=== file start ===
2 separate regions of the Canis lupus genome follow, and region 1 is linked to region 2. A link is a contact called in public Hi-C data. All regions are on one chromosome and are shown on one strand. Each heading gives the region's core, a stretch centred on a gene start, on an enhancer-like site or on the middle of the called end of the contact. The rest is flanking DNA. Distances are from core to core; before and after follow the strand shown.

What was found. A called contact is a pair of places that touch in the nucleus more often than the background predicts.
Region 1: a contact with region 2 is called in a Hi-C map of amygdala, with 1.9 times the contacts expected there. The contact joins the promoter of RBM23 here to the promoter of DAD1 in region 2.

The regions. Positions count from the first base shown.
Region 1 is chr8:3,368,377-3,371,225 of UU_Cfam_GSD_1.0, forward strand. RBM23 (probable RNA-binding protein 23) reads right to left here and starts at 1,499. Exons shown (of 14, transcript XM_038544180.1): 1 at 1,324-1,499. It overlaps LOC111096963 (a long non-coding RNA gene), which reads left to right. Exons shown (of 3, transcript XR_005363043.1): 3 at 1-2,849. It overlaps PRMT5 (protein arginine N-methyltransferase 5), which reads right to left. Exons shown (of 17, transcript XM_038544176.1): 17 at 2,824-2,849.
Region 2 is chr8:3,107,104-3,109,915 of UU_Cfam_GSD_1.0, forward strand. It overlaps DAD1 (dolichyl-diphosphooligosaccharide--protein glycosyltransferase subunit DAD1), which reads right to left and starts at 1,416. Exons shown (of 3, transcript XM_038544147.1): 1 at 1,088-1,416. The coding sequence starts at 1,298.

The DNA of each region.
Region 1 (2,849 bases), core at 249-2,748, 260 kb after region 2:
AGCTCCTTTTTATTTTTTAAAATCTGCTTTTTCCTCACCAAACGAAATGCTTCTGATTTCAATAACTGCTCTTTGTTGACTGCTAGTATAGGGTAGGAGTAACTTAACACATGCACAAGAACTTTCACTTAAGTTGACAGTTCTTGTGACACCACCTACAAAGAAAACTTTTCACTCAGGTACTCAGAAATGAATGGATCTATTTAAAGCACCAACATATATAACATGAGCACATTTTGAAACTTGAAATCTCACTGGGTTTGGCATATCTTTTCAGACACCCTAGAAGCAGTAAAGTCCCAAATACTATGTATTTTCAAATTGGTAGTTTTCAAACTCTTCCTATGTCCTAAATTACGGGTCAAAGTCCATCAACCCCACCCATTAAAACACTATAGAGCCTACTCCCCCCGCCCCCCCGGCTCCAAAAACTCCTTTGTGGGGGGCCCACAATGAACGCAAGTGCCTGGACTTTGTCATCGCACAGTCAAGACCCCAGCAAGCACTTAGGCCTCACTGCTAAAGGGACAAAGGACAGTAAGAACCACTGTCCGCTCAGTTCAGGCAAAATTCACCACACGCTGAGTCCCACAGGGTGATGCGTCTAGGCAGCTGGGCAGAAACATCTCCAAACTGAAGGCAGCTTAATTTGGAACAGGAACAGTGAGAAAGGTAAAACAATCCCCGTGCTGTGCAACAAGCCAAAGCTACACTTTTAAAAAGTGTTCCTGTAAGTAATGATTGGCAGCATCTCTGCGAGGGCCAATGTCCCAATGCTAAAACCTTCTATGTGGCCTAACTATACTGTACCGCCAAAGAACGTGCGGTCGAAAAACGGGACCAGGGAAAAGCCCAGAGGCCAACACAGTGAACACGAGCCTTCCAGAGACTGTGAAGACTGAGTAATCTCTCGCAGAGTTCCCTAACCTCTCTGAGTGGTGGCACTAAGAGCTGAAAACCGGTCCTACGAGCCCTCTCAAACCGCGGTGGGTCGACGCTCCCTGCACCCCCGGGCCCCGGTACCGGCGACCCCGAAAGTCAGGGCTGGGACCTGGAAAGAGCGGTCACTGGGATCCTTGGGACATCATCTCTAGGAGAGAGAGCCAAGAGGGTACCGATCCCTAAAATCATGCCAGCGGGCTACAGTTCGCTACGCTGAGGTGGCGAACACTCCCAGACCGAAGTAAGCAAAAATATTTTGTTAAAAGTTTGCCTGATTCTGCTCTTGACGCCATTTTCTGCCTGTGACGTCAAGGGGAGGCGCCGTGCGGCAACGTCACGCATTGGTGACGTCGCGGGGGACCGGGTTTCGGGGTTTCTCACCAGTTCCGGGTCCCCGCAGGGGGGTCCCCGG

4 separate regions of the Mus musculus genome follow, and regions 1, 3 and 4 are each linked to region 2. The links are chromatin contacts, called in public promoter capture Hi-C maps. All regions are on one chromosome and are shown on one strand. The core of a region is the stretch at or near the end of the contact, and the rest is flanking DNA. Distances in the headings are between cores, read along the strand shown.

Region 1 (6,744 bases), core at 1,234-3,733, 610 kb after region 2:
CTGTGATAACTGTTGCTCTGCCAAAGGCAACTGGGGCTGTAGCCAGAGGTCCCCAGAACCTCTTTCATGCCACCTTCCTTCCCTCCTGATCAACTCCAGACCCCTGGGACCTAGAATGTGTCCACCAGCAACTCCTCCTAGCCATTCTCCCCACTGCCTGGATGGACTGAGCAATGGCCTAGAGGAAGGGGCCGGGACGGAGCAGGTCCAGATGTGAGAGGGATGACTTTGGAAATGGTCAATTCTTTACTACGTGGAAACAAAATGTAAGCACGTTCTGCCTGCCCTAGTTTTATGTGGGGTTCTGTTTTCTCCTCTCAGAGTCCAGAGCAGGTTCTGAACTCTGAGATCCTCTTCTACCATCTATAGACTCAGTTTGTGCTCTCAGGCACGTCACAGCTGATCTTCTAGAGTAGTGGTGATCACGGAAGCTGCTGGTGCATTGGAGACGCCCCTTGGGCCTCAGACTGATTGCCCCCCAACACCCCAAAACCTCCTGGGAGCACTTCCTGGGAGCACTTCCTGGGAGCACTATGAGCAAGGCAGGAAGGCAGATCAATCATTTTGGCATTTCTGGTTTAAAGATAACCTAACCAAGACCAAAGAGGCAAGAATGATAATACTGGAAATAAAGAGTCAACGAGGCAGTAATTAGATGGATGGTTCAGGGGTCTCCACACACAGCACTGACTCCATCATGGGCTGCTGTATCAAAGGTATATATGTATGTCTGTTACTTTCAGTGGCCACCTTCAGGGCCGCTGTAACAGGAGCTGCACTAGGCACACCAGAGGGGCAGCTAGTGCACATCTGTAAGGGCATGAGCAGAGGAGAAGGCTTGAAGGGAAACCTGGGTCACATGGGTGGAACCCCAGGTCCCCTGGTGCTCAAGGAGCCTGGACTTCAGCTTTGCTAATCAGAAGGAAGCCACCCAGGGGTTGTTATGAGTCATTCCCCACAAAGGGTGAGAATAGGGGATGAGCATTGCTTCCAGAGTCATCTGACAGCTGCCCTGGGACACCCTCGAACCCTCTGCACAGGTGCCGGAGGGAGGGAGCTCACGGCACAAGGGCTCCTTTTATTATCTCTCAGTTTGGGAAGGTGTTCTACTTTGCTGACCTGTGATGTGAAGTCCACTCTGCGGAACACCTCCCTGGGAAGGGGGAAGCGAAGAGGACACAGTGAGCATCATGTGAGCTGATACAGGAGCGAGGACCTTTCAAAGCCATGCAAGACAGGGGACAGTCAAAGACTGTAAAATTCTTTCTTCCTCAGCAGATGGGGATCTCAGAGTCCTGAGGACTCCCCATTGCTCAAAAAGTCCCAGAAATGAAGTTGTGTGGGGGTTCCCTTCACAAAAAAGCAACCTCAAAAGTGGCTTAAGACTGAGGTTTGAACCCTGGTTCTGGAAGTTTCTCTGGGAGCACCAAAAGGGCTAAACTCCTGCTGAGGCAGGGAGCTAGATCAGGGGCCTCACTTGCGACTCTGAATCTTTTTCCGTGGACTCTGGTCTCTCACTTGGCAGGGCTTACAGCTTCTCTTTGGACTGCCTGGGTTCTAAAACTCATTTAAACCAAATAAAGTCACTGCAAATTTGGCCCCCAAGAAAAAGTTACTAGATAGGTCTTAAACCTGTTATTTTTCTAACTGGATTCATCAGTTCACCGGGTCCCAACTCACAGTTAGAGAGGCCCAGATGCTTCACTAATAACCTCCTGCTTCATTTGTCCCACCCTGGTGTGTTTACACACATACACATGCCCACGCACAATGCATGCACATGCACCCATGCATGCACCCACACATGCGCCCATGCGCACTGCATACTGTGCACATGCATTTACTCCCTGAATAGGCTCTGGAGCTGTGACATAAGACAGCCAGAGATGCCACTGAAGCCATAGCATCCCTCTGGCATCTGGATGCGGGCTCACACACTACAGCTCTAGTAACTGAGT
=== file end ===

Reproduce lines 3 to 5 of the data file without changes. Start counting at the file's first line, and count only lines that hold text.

Region 1: a contact with region 2 is called in a Hi-C map of amygdala, with 1.9 times the contacts expected there. The contact joins the promoter of RBM23 here to the promoter of DAD1 in region 2.

The regions. Positions count from the first base shown.
Region 1 is chr8:3,368,377-3,371,225 of UU_Cfam_GSD_1.0, forward strand. RBM23 (probable RNA-binding protein 23) reads right to left here and starts at 1,499. Exons shown (of 14, transcript XM_038544180.1): 1 at 1,324-1,499. It overlaps LOC111096963 (a long non-coding RNA gene), which reads left to right. Exons shown (of 3, transcript XR_005363043.1): 3 at 1-2,849. It overlaps PRMT5 (protein arginine N-methyltransferase 5), which reads right to left. Exons shown (of 17, transcript XM_038544176.1): 17 at 2,824-2,849.